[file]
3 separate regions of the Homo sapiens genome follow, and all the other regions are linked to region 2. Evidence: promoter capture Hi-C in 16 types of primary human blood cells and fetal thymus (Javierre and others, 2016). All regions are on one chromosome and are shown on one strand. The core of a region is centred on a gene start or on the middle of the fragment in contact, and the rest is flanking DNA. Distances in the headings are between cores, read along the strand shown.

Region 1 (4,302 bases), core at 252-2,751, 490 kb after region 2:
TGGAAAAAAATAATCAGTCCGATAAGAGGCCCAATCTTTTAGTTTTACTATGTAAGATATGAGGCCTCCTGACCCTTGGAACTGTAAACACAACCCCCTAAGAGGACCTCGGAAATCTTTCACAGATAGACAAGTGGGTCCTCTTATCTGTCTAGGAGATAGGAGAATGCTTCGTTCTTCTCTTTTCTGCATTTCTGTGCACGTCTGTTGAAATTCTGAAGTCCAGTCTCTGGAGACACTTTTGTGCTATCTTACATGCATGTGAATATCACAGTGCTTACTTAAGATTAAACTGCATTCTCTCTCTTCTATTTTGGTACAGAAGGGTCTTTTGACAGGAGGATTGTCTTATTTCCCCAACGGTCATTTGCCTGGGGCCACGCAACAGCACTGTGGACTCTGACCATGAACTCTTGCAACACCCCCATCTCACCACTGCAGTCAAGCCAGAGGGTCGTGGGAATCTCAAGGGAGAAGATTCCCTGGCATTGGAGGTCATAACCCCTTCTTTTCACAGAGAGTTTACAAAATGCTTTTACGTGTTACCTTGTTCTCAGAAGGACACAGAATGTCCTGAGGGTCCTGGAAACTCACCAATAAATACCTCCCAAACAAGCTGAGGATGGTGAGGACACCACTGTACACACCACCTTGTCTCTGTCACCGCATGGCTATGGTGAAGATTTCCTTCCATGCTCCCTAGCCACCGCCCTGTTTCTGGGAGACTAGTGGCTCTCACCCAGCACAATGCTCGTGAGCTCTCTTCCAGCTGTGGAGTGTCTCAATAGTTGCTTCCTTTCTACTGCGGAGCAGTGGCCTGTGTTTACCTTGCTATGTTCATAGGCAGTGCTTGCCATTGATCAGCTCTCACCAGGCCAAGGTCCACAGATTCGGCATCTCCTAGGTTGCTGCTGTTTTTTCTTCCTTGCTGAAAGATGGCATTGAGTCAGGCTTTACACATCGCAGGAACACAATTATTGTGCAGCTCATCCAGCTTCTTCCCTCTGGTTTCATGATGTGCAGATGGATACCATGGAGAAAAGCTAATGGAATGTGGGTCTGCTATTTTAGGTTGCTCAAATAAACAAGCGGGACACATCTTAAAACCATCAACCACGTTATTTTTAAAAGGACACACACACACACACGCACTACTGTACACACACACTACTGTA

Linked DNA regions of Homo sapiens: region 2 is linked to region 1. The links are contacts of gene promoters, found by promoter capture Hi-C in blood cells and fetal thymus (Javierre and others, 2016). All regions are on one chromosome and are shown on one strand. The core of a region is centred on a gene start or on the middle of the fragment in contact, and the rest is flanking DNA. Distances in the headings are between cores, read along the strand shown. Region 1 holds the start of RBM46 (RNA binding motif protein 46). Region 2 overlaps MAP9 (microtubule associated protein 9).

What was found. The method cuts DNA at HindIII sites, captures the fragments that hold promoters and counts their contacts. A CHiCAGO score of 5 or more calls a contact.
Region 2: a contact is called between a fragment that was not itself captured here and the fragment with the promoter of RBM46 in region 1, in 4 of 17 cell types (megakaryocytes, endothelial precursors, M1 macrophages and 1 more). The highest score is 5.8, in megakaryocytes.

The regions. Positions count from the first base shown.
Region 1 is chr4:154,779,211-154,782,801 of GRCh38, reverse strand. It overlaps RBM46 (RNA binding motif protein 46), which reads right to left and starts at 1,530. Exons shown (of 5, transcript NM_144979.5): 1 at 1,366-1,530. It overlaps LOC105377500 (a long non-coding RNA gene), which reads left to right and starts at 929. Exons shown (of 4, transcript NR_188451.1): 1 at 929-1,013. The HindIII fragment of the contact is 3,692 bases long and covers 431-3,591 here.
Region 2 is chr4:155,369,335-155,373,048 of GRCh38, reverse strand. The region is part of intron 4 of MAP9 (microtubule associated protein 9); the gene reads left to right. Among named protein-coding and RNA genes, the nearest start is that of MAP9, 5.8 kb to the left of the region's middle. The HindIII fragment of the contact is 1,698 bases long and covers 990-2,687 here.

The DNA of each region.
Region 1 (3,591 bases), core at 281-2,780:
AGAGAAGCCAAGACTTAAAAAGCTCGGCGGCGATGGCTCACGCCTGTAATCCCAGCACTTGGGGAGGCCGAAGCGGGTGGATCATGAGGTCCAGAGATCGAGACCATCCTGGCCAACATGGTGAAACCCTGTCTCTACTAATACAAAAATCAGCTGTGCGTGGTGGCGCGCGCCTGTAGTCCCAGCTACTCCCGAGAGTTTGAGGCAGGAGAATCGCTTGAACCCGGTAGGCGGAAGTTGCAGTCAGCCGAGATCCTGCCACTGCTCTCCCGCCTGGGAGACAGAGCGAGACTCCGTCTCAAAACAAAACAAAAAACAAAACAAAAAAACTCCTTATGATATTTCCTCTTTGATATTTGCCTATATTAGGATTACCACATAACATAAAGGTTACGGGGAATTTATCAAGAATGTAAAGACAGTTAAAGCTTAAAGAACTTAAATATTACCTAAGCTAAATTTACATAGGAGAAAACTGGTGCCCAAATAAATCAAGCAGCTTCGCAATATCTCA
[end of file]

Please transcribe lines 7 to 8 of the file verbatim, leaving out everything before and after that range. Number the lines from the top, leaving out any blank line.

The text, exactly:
The regions. Positions count from the first base shown.
Region 1 is chr4:154,779,211-154,782,801 of GRCh38, reverse strand. It overlaps RBM46 (RNA binding motif protein 46), which reads right to left and starts at 1,530. Exons shown (of 5, transcript NM_144979.5): 1 at 1,366-1,530. It overlaps LOC105377500 (a long non-coding RNA gene), which reads left to right and starts at 929. Exons shown (of 4, transcript NR_188451.1): 1 at 929-1,013. The HindIII fragment of the contact is 3,692 bases long and covers 431-3,591 here.